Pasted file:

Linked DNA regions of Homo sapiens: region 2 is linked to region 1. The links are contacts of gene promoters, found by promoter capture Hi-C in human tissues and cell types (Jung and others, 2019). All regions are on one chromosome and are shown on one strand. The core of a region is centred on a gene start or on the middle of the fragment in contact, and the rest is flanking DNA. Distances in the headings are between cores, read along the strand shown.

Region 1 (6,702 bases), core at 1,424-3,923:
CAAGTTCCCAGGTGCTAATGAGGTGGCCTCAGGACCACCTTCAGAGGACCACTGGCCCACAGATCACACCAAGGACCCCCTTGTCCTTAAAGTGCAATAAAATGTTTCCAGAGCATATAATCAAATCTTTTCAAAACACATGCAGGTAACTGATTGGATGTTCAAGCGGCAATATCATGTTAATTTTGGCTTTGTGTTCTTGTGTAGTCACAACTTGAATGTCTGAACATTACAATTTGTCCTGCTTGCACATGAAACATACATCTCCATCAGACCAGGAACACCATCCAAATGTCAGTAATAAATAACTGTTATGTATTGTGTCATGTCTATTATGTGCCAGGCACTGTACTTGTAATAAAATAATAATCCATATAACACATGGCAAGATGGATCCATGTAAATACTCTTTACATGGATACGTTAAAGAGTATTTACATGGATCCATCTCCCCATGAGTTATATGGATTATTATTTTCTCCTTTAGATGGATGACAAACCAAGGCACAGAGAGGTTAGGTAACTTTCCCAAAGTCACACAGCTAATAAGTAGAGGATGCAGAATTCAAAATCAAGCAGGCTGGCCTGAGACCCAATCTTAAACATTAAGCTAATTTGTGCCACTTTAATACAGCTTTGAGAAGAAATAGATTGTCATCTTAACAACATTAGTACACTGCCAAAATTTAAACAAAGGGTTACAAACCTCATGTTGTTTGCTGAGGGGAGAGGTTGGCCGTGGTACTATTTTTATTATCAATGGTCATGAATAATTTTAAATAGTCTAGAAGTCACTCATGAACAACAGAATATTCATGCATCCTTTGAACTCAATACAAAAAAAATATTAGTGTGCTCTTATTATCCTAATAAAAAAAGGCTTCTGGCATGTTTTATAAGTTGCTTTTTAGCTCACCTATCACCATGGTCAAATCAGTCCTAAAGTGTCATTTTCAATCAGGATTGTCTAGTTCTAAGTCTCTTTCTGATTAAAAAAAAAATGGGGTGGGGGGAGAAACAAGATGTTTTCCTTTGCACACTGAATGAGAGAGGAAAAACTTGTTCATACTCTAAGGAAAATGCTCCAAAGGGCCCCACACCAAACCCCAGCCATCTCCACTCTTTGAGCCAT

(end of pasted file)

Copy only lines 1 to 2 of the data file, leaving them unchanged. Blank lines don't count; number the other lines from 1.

Linked DNA regions of Homo sapiens: region 2 is linked to region 1. The links are contacts of gene promoters, found by promoter capture Hi-C in human tissues and cell types (Jung and others, 2019). All regions are on one chromosome and are shown on one strand. The core of a region is centred on a gene start or on the middle of the fragment in contact, and the rest is flanking DNA. Distances in the headings are between cores, read along the strand shown.

Region 1 (6,702 bases), core at 1,424-3,923: